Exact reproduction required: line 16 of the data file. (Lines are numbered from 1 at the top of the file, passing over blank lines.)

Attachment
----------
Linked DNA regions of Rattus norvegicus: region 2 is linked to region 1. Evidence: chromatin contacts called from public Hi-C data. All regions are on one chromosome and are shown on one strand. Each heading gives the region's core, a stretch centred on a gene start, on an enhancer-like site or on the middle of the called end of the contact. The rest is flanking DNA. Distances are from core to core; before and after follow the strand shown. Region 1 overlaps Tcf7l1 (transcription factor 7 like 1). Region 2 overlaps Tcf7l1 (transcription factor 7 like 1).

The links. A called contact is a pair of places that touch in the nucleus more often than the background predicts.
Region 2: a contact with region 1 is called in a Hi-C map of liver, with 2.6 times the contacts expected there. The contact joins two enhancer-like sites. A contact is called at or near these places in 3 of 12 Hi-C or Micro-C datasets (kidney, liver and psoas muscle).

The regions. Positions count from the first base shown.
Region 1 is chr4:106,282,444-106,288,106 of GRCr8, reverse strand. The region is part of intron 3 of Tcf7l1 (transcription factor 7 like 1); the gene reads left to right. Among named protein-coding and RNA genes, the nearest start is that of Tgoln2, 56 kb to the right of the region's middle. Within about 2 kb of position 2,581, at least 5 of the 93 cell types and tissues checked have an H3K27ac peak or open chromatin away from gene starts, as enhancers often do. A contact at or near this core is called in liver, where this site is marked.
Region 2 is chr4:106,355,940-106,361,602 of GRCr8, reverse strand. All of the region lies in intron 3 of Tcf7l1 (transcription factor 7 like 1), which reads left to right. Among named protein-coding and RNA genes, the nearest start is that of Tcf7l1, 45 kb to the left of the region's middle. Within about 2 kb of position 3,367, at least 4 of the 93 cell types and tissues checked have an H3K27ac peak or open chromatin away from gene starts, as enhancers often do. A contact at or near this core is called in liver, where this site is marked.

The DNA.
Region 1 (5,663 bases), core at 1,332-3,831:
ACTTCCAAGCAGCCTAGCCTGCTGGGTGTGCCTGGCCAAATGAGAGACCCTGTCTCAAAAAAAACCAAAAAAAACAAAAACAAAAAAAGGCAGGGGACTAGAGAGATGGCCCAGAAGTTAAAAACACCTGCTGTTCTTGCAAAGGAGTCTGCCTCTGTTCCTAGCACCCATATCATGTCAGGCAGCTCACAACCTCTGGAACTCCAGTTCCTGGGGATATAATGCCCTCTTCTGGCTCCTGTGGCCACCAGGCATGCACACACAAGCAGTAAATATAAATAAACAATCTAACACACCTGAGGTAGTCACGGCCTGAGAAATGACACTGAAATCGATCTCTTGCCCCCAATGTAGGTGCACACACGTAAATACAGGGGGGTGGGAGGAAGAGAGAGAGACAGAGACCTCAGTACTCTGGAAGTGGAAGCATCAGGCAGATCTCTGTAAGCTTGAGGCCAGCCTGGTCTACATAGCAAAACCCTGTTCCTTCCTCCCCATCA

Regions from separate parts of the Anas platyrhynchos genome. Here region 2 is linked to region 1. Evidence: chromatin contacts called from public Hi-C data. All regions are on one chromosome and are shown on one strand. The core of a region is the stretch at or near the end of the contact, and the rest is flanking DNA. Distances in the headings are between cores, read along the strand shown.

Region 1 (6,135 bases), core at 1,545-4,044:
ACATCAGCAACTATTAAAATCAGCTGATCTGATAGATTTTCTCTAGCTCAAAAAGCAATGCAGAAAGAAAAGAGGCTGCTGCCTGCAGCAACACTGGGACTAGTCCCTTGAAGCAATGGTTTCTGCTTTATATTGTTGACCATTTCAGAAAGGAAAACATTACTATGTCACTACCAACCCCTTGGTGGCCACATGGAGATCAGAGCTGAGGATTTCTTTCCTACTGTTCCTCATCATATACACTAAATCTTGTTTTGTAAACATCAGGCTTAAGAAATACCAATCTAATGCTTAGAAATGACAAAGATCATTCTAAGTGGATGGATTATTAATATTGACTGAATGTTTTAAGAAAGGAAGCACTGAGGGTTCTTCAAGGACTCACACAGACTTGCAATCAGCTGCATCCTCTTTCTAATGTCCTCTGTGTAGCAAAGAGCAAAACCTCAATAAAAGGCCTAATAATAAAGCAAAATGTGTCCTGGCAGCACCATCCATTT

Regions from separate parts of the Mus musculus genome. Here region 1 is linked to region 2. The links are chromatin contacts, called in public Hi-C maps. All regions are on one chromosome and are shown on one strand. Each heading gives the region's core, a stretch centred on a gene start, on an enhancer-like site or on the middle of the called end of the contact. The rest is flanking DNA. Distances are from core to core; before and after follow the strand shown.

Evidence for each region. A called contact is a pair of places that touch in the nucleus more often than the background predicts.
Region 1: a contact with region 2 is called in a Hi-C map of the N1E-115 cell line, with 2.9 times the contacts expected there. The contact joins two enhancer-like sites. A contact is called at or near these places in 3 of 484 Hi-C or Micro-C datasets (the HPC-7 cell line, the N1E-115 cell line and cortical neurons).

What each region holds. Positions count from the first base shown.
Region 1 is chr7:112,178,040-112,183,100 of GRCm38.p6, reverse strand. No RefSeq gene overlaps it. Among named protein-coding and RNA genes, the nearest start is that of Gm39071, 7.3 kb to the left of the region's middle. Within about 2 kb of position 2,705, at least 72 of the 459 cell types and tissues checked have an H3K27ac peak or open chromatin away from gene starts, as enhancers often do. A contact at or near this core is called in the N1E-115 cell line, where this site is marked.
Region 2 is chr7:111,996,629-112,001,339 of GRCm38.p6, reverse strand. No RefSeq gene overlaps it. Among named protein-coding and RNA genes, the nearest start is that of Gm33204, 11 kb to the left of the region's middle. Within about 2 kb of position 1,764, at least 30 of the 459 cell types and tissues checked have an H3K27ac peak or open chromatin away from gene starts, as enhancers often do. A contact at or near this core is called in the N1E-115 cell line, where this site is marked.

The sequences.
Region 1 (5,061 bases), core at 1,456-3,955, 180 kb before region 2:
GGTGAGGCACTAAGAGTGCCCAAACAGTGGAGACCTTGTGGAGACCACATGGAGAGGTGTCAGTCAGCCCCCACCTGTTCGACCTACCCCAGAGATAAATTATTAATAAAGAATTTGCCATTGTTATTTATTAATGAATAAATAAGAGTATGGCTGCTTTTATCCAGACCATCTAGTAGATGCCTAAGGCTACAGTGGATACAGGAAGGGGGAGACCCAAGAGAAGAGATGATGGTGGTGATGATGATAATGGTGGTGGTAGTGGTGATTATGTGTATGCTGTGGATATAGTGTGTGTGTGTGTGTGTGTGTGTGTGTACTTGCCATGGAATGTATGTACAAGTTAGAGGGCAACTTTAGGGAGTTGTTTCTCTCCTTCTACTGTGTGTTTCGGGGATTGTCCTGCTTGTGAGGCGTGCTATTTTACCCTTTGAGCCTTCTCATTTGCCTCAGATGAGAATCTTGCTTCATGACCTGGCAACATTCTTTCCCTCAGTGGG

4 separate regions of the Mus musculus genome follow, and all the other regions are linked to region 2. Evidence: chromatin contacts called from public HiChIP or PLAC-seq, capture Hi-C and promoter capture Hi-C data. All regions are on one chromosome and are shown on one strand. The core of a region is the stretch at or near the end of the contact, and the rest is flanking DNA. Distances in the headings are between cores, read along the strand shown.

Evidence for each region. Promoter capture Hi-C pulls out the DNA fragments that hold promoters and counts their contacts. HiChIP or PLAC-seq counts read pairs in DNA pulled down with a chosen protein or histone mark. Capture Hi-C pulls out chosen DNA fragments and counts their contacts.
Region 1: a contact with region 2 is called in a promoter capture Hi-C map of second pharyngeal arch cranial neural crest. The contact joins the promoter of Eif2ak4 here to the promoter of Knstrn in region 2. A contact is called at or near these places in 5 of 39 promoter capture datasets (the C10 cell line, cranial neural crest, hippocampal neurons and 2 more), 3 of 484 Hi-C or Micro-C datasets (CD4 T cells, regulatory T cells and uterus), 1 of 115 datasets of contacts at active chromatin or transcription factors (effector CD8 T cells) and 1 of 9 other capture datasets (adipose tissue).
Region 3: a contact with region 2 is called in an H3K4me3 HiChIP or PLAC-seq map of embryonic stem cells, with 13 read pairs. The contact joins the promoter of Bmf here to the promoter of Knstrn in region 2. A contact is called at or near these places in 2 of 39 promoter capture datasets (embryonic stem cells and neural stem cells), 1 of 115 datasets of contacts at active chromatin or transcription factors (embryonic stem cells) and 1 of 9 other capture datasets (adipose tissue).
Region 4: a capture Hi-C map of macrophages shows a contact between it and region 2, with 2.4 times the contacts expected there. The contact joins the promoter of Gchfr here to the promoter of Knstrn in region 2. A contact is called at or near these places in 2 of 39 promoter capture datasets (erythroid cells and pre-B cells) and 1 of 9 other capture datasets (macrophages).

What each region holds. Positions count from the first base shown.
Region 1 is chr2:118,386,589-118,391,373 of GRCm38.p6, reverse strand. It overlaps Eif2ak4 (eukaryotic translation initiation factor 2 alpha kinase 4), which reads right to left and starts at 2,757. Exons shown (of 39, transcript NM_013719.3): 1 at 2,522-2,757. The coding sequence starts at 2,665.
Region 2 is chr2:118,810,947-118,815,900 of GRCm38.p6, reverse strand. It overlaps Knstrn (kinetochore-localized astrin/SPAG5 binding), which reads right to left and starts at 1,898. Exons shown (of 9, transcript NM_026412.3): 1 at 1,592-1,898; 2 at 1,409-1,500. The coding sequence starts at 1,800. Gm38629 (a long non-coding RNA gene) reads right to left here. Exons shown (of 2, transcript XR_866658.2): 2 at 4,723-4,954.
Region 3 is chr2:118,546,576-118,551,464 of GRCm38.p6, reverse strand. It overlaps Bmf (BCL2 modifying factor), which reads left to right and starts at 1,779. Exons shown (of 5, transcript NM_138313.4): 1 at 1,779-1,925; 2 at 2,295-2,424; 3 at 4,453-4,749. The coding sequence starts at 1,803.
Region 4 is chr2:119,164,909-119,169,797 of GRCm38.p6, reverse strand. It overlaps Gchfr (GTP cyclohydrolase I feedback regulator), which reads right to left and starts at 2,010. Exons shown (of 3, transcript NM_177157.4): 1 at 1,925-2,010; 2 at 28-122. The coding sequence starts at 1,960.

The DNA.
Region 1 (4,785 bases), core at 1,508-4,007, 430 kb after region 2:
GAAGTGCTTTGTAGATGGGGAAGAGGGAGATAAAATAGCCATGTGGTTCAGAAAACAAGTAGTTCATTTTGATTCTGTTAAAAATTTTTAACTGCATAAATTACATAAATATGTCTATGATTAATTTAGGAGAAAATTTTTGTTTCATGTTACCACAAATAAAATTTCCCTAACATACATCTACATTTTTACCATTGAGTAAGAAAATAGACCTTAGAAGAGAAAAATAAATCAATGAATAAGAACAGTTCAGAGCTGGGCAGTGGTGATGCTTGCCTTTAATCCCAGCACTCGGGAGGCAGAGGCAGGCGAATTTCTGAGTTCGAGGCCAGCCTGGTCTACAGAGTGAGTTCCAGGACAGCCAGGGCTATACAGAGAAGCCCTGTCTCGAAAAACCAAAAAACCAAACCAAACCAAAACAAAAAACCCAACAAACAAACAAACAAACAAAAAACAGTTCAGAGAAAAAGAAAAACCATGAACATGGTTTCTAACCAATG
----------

What each region holds. Positions count from the first base shown.